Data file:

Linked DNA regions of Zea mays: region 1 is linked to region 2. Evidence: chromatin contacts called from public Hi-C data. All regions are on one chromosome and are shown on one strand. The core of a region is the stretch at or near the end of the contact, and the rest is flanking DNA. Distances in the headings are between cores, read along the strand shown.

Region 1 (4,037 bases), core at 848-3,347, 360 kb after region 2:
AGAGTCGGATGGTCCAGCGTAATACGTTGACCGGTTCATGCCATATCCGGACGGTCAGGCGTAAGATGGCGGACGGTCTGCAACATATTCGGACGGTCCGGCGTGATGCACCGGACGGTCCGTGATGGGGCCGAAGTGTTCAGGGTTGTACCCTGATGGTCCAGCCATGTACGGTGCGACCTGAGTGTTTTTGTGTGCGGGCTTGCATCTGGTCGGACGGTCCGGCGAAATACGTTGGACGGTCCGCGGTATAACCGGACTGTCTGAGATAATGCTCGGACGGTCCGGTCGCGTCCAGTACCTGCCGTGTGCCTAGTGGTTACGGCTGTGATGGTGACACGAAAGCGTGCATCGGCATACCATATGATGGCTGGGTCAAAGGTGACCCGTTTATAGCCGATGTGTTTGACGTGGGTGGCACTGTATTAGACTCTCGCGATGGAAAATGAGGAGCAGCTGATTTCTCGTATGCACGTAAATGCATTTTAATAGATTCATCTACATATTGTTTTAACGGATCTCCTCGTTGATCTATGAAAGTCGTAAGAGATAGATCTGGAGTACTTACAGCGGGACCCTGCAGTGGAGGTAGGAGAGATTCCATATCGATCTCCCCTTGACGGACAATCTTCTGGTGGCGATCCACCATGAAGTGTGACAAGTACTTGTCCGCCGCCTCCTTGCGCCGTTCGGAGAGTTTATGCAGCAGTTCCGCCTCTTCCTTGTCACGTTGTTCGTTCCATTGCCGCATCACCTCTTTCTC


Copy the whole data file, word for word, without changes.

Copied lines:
Linked DNA regions of Zea mays: region 1 is linked to region 2. Evidence: chromatin contacts called from public Hi-C data. All regions are on one chromosome and are shown on one strand. The core of a region is the stretch at or near the end of the contact, and the rest is flanking DNA. Distances in the headings are between cores, read along the strand shown.

Region 1 (4,037 bases), core at 848-3,347, 360 kb after region 2:
AGAGTCGGATGGTCCAGCGTAATACGTTGACCGGTTCATGCCATATCCGGACGGTCAGGCGTAAGATGGCGGACGGTCTGCAACATATTCGGACGGTCCGGCGTGATGCACCGGACGGTCCGTGATGGGGCCGAAGTGTTCAGGGTTGTACCCTGATGGTCCAGCCATGTACGGTGCGACCTGAGTGTTTTTGTGTGCGGGCTTGCATCTGGTCGGACGGTCCGGCGAAATACGTTGGACGGTCCGCGGTATAACCGGACTGTCTGAGATAATGCTCGGACGGTCCGGTCGCGTCCAGTACCTGCCGTGTGCCTAGTGGTTACGGCTGTGATGGTGACACGAAAGCGTGCATCGGCATACCATATGATGGCTGGGTCAAAGGTGACCCGTTTATAGCCGATGTGTTTGACGTGGGTGGCACTGTATTAGACTCTCGCGATGGAAAATGAGGAGCAGCTGATTTCTCGTATGCACGTAAATGCATTTTAATAGATTCATCTACATATTGTTTTAACGGATCTCCTCGTTGATCTATGAAAGTCGTAAGAGATAGATCTGGAGTACTTACAGCGGGACCCTGCAGTGGAGGTAGGAGAGATTCCATATCGATCTCCCCTTGACGGACAATCTTCTGGTGGCGATCCACCATGAAGTGTGACAAGTACTTGTCCGCCGCCTCCTTGCGCCGTTCGGAGAGTTTATGCAGCAGTTCCGCCTCTTCCTTGTCACGTTGTTCGTTCCATTGCCGCATCACCTCTTTCTC